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Dutch Second World War survivor visits Kingston to give back to Canadians that helped

Click to play video: 'Honourary Signals Captain donates Special Jacket'
Honourary Signals Captain donates Special Jacket
Young Girl in the Netherlands taken in by Canadian Signals during World War Two – Sep 20, 2017

A Dutch woman visited Kingston this week to bestow a personal piece of history to the Military Communications & Electronics Museum.

When the Netherlands were liberated by Canadian Forces during the Second World War, Liesbeth Langford was a young girl.

But she has never forgotten the kindness extended to her family by the Canadian Signals Regiment when soldiers fed them until rations arrived.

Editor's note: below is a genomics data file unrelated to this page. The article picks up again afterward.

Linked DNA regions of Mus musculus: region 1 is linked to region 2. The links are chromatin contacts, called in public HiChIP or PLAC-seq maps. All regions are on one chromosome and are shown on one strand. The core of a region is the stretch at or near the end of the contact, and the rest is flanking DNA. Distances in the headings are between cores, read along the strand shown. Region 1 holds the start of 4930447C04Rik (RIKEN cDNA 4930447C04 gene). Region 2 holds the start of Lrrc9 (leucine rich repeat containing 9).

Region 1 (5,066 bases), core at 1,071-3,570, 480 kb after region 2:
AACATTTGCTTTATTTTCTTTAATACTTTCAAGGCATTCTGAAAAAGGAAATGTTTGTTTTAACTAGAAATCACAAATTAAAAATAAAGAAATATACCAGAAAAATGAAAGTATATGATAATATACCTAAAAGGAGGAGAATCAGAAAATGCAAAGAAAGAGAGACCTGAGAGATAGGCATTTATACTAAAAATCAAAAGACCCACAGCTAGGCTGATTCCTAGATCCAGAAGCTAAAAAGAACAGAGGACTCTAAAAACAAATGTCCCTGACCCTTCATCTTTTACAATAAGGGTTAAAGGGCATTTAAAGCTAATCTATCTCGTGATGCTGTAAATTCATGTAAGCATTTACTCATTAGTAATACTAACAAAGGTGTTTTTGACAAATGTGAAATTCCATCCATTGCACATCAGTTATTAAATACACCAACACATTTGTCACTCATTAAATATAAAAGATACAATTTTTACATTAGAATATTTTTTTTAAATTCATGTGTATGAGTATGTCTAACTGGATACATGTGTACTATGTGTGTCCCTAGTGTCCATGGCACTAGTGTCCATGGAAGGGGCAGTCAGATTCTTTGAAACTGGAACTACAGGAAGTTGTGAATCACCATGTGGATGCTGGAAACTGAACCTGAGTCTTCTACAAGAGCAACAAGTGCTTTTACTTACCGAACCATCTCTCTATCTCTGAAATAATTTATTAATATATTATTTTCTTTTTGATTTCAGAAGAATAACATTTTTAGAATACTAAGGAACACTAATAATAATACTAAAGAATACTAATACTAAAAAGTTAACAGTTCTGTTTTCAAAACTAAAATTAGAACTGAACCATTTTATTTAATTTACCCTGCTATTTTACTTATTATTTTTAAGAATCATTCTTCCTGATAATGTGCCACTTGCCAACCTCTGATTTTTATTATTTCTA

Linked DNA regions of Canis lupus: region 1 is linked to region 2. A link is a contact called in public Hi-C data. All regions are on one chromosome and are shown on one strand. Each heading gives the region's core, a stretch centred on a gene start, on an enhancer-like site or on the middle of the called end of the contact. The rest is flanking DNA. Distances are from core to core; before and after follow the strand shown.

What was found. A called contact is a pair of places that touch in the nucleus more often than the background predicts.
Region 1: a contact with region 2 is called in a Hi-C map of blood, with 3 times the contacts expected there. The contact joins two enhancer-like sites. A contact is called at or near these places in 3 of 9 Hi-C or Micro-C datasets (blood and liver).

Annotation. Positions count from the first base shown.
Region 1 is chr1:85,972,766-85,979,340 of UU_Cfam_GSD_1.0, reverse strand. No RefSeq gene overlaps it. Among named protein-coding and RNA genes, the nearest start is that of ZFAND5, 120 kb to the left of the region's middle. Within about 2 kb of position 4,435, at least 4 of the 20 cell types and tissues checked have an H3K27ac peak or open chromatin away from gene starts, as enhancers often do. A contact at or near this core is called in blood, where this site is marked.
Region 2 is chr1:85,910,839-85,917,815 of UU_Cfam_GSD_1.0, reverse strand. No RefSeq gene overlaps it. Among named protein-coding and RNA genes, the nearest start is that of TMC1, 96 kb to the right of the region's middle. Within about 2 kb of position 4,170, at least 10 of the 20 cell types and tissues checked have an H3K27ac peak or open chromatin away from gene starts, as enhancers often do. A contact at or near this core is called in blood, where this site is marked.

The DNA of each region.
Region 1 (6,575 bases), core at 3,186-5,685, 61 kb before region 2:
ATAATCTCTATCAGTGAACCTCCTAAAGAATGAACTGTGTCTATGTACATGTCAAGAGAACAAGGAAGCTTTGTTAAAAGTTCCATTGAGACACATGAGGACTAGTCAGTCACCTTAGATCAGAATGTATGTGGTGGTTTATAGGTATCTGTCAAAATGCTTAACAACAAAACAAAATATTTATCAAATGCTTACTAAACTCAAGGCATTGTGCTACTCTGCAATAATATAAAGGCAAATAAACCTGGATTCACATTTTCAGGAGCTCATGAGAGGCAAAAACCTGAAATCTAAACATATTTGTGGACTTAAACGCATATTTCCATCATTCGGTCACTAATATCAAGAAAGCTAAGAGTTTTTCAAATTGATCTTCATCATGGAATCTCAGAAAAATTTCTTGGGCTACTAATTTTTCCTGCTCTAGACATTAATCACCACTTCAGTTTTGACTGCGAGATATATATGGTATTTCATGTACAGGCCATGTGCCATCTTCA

READ MORE: Most Canadians believe kids need more war history in school: Ipsos poll

Langford was even made an honourary captain of the regiment and received official insignia from the unit, which her mother sewed onto a jacket.

Instead of passing the keepsake on to her children, Langford decided it would be better off on display, a symbol of Canada’s mark on the world.

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At 80 years of age, Langford continues to appreciate what happened to her and her family in the village of Apeldoorn so many years ago.

“A very big thank you to Canada, not just from me but from my parents and for my country of birth.”

Langford currently lives in the north of England and was also the guest of honour at a reception in Kingston during her visit.

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